Looking to stay unbeaten against Dallas, the Suns went to Dallas looking to keep up their lockdown defense and get more out of Deandre Ayton to pull out a road win. Not so lucky. The Mavs slammed the door in the second half, winning 104-94.
For the second straight night, the Suns ran their offense through substitute starter Josh Jackson to open the game. He opened the game with five of the Suns’ first seven points, including a three-pointer. It’s an effective way to start the contest out with the right amount of ball movement while also propelling Jackson into rhythm right away. Kudos to Igor Kokoskov adapting with Devin Booker out.
Right away on the other end, the Suns were imposing their will against the Mavericks’ offense, keeping up a trend that followed them through the first two matchups between these teams. Mikal Bridges’ instinctive help defense forced a miss and technical foul on DeAndre Jordan and made Luka Doncic uncomfortable early.
Doncic responded with a huge and-one three-pointer to put the Mavs back within one midway through the period. Kevin Ray called him a “rock star.” Sigh.
After running starter De’Anthony Melton heavy at home on Tuesday, Kokoskov went with Elie Okobo early off the bench in Dallas. Okobo responded with a quick pull-up three over the Mavs’ J.J. Barea. The team’s foul problems continued as well, especially during the second unit’s run. Richaun Holmes picked up two early.
When Kelly Oubre Jr. enters the game, good things happen. He created two early turnovers and got to the rim effectively. Oubre also took the Doncic assignment most times down the floor.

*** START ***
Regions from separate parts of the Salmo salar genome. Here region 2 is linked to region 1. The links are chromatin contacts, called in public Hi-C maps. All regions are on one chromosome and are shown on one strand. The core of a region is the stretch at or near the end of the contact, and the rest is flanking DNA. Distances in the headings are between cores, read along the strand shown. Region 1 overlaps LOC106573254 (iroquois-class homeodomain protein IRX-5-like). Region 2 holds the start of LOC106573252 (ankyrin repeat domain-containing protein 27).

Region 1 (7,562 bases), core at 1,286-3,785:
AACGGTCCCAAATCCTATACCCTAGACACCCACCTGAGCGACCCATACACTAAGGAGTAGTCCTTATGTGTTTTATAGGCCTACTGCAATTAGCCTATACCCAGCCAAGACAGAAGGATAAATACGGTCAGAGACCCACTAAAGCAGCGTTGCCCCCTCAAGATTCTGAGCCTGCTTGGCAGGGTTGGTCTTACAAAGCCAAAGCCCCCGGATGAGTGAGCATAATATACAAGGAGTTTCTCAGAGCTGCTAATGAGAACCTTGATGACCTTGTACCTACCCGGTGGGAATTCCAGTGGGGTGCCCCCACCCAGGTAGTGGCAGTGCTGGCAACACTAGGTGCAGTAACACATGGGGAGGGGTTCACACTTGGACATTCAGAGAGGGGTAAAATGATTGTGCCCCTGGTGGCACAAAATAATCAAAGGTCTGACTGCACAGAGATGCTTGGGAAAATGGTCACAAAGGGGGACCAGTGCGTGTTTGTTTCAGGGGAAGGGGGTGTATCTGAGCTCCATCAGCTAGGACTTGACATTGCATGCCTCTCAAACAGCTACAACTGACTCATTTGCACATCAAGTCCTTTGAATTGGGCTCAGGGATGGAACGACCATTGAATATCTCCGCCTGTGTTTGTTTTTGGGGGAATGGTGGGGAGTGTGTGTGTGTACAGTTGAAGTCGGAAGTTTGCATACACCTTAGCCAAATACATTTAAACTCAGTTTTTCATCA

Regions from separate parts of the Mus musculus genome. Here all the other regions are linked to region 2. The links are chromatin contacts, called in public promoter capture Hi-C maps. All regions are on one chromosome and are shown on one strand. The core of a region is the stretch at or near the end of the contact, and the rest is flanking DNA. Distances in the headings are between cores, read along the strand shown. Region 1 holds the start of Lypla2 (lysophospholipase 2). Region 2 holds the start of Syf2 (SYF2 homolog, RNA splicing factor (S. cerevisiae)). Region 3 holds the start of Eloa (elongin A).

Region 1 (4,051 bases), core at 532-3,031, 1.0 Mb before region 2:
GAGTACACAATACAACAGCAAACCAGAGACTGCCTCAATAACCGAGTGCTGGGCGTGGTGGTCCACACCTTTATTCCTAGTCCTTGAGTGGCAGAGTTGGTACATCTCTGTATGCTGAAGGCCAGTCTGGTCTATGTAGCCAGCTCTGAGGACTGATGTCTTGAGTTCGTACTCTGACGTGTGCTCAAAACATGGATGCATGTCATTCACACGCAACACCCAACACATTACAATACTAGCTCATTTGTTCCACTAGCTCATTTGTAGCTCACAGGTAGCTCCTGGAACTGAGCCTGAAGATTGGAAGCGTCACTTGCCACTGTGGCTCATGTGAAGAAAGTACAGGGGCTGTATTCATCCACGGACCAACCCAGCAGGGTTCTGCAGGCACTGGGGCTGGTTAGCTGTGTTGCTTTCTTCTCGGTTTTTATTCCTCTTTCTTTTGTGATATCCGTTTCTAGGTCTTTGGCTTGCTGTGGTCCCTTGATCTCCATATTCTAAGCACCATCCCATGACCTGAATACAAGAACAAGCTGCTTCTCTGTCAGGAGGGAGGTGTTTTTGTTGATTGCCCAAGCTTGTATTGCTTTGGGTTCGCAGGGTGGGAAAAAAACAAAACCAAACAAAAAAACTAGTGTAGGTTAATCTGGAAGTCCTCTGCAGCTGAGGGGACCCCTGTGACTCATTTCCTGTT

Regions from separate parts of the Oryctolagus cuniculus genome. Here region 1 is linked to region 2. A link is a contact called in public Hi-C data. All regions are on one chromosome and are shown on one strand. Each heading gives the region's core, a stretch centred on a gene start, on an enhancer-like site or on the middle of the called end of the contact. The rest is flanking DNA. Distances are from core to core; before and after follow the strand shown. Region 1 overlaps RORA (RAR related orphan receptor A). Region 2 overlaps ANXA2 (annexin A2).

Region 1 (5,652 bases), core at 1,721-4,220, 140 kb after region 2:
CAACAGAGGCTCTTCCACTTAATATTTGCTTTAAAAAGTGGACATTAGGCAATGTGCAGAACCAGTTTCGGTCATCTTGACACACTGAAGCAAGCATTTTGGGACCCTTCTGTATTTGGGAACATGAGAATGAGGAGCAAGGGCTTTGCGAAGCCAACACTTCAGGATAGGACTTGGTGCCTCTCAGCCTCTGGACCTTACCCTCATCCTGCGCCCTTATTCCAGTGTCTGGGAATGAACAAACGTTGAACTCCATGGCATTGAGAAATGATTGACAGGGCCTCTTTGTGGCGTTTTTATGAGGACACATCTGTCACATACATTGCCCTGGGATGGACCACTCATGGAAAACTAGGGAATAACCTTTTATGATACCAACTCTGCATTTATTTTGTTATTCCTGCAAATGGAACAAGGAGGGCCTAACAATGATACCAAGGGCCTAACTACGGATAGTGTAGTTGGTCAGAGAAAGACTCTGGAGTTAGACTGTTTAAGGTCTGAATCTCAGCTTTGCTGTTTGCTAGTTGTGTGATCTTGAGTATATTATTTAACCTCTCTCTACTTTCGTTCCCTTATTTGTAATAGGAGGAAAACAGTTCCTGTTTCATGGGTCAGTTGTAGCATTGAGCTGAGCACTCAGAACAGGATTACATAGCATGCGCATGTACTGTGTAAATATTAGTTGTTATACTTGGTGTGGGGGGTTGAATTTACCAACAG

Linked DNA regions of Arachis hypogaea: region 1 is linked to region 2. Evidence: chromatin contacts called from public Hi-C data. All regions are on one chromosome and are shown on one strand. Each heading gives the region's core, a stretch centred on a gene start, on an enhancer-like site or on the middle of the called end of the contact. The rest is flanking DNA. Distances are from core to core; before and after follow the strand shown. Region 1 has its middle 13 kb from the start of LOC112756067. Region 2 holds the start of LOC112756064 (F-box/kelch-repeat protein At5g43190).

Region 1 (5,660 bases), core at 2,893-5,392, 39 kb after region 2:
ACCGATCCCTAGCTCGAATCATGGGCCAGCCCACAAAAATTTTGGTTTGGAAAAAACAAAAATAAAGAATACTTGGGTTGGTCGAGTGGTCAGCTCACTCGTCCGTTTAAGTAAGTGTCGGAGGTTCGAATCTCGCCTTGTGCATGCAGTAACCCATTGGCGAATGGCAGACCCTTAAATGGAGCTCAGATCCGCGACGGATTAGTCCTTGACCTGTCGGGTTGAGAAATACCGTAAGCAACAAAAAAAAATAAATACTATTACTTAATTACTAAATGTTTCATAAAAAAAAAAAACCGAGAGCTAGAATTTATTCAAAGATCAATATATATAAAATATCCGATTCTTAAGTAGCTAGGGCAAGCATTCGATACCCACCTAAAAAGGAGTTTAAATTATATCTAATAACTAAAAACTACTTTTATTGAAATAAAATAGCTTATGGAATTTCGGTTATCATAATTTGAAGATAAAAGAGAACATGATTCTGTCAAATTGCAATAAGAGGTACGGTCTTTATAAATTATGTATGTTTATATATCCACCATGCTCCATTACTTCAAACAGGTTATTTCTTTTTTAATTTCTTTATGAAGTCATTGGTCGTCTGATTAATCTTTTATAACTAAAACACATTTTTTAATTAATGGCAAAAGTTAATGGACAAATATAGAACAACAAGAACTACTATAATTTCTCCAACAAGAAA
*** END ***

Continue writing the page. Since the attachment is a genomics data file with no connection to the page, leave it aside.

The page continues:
A fascinating thing happens when everyone hustles, plays aggressive defense and speeds down the court: Teams play with numbers advantages. The Suns reaped the benefits the past two nights — Dallas turned the ball over XX times in the first half and as a result, the Suns’ transition offense has been great.
Another positive trend followed the Mavs back home from these teams’ last meeting. Poor shooting plagued Dallas in the Dec. 14 matchup and they began this one in a 2-13 hole from deep as well. It certainly made life easier for Phoenix. I may have jinxed the Suns by writing this. Just like that, Dallas made two quick shots from deep — one each from Maxi Kleber and Barea — to narrow the gap to three.
Suns led, 50-46, at the half.
No one wanted to win this game. The Mavs kept turning the ball over and Jackson’s shot came back to Earth. Deandre Ayton’s stayed at ground zero. The two missed their first three or four shots of the quarter.
After Dallas coach Rick Carlisle called a timeout with about seven minutes to go, his team responded with an 8-0 run to go up seven.
Somehow, at this point Ayton still had not made a single field goal. He hit two free throws with 1:39 left but his lack of offense was a big problem throughout the contest.
If you’re Deandre Ayton, you just fire these last 3 quarters into the sun and worry about the 4th.— Mike Lisboa (@MikeLisboa) January 10, 2019
Ayton made a shot! Off a quick lob from Oubre, Ayton got an easy bucket inside to start the scoring in the final period. Suns down just six.
A backbreaking sequence shortly after symbolized the Suns’ struggles without Devin Booker. The Suns got a stop by forcing Doncic into a deep three, then grabbed a steal following Dallas’ offensive rebound before moving the ball quickly down the court. Warren teed up from deep — open — but hit the front of the rim. On the other end, Barea swished a three of his own to put the Mavs up nine.
It was clear if the Suns couldn’t stop the Mavs they would lose.
One of the only guys playing with consistent effort on that end, Melton, fouled out with seven minutes to go. Ayton sat most of the fourth in foul trouble of his own.
Phoenix simply couldn’t string together consecutive possessions on either end to put the game away while the Mavericks executed down the stretch.